TRENTON – Acting Attorney General John J. Hoffman announced that the operator of a used car dealership in Middlesex County, N.J., pleaded guilty today to using fraudulent vehicle titles to sell cars damaged in Superstorm Sandy to unsuspecting customers. A suspended Motor Vehicle Commission technician who helped him obtain the fraudulent vehicle titles also pleaded guilty today in the criminal scheme, and charges are pending against a former car salesman at the dealership.
Jonathan Olin, 42, of Manalapan, the operator of D&D Auto Sales on Englishtown Road in Old Bridge, pleaded guilty to an accusation charging him with second-degree theft by deception before Superior Court Judge Anthony J. Mellaci Jr. in Monmouth County. Under the plea agreement, the state will recommend that he be sentenced to three years in state prison. He must forfeit his license to sell vehicles in New Jersey for a period to be determined by the court, and he must pay full restitution to the victims. In pleading guilty, Olin admitted that he orchestrated a scheme in which fraudulent titles were obtained for eight flood vehicles, seven of which were then sold to unsuspecting customers by Pinky N Brain Corp NJ, doing business as D&D Auto Sales.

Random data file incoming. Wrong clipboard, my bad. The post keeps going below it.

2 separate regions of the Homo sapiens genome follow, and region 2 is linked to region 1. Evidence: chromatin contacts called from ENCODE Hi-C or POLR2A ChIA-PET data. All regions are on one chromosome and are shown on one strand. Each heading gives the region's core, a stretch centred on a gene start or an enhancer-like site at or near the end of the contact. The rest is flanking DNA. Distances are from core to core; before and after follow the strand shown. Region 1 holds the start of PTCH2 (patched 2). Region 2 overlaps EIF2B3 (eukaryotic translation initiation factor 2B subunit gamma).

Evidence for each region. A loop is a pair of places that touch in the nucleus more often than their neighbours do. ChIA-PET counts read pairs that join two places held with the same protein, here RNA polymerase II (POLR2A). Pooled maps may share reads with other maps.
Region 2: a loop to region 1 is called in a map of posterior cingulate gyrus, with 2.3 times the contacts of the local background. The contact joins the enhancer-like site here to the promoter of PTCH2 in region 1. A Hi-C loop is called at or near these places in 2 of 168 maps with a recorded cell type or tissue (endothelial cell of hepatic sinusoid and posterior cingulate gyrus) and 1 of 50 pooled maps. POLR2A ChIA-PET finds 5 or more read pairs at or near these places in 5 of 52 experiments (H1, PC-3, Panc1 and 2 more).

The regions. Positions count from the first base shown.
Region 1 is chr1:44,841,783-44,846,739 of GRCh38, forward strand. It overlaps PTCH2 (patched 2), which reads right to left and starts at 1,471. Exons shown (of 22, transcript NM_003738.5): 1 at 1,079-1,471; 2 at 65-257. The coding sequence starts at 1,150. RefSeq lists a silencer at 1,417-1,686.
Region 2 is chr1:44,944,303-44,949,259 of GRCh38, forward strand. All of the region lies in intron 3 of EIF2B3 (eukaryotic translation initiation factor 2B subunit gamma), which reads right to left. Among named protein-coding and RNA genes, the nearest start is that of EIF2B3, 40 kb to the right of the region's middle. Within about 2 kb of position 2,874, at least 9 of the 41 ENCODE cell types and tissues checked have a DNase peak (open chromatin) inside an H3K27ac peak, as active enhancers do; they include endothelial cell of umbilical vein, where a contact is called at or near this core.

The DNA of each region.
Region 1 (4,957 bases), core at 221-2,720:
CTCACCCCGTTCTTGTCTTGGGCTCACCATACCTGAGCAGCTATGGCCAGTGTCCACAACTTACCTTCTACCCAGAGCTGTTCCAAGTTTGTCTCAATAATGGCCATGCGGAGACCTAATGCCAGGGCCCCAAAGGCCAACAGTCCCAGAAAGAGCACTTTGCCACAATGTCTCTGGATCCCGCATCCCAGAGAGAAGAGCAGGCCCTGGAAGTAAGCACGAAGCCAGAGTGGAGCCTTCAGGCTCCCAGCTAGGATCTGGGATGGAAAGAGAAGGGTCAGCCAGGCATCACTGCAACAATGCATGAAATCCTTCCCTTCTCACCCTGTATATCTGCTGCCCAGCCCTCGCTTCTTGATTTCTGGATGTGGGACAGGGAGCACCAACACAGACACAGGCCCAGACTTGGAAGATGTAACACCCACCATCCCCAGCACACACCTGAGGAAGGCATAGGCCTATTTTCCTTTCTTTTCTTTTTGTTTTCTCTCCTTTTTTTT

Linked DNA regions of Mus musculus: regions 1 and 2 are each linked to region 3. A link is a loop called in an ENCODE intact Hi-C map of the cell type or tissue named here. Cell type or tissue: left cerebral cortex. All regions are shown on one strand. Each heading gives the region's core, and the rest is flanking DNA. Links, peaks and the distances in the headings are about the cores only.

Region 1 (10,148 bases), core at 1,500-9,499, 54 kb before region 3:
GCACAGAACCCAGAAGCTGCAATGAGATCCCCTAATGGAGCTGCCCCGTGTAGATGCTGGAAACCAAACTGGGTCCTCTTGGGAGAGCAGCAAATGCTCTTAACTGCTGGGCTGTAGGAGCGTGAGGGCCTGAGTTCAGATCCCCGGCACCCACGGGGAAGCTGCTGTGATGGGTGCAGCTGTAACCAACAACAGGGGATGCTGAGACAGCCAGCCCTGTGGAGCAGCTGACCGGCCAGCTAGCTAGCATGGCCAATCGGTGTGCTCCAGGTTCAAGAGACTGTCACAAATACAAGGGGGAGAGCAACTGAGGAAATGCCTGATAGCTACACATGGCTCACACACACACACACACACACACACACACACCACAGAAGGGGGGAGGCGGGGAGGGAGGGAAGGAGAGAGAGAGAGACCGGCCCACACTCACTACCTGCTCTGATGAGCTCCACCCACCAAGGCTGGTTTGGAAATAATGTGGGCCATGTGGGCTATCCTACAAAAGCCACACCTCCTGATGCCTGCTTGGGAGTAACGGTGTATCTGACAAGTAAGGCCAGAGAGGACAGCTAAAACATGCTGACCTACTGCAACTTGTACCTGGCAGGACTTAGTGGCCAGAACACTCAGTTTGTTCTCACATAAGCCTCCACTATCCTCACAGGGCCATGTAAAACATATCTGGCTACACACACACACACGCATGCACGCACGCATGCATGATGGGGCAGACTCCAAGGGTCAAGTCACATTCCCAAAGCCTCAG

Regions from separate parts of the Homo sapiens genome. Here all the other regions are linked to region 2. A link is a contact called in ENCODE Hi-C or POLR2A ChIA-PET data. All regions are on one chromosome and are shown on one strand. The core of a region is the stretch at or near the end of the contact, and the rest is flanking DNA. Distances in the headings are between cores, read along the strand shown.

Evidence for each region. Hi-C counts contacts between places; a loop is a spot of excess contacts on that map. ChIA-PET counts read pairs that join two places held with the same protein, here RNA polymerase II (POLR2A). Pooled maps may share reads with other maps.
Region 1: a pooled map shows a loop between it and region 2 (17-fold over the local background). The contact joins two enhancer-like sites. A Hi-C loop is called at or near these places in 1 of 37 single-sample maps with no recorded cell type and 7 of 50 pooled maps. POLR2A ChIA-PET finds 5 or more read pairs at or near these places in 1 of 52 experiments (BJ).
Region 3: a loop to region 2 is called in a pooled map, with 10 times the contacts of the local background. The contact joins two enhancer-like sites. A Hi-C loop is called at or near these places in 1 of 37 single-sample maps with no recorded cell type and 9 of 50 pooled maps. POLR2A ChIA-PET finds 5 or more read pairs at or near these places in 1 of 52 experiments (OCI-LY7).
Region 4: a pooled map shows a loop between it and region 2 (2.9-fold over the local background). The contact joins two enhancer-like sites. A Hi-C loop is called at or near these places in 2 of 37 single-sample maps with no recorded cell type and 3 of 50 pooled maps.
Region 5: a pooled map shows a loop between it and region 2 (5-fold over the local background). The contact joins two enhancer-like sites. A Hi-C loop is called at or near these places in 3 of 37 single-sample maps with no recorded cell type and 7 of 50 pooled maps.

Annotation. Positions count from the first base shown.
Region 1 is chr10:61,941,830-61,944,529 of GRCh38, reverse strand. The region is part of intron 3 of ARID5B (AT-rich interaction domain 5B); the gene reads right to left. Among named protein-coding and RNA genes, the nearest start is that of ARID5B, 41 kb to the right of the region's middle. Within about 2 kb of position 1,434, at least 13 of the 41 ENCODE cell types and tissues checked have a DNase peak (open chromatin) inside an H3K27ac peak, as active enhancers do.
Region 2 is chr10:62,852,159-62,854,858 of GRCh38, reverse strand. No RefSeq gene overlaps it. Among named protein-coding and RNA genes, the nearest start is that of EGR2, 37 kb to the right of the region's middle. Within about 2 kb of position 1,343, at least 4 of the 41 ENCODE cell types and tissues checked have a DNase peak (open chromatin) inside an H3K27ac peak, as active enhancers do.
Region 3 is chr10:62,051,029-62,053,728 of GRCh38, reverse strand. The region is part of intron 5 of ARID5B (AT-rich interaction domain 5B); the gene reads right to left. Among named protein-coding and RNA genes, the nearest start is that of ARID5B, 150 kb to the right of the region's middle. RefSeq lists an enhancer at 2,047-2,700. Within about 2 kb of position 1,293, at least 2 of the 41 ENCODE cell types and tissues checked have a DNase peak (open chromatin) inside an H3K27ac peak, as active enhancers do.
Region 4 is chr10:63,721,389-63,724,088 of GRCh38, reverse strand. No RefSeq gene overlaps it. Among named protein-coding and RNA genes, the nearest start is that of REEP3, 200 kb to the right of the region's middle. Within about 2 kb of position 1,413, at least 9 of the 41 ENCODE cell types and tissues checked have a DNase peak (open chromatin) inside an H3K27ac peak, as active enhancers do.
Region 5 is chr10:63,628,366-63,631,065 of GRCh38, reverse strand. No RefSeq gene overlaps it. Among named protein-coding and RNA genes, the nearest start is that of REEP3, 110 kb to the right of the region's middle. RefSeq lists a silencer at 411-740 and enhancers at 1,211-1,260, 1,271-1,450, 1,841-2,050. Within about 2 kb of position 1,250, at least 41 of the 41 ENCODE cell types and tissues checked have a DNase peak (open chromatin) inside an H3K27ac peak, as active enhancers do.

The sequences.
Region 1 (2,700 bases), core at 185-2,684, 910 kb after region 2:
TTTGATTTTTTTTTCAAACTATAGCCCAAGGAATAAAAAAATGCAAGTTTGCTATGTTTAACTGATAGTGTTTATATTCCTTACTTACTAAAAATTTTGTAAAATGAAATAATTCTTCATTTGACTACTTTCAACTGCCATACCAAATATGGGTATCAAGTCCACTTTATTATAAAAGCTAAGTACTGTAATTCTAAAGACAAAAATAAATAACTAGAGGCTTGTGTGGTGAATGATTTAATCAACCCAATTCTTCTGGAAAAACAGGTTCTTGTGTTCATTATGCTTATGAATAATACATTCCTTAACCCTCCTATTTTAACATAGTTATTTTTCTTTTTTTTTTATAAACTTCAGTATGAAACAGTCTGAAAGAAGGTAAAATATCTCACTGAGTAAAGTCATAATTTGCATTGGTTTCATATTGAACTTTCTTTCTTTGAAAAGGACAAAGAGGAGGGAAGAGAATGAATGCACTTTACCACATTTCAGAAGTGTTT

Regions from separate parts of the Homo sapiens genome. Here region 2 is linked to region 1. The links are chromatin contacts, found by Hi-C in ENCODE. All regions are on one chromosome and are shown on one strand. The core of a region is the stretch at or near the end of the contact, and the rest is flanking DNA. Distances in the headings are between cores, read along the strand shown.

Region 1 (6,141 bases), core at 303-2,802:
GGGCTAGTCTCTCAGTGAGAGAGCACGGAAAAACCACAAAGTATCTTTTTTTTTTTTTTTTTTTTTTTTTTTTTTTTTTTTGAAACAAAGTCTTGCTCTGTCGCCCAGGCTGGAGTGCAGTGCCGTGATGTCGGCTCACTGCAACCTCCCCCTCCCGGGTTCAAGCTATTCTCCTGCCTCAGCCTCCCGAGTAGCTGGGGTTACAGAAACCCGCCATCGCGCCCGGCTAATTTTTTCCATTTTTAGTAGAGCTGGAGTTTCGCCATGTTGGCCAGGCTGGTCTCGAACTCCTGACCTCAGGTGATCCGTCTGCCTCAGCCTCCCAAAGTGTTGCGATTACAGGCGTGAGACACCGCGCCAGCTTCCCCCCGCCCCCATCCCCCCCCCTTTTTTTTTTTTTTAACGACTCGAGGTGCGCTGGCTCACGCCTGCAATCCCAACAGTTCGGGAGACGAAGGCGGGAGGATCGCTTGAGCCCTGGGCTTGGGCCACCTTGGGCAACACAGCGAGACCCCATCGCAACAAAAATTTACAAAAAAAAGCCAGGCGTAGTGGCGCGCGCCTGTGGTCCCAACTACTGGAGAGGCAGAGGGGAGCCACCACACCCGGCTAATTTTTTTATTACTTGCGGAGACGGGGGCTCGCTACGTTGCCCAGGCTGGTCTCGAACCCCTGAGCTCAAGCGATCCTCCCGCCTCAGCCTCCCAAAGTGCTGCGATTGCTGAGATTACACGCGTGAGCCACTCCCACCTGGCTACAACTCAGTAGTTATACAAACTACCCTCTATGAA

Co-defendant Jessie Dinome, 30, of Jackson, who formerly worked as a technician at the Freehold Motor Vehicle Agency, pleaded guilty today to an accusation charging her with third-degree tampering with public records or information. The state will recommend that she be sentenced to up to 364 days in the county jail as a condition of a term of probation. She must forfeit her state job and will be permanently barred from public employment.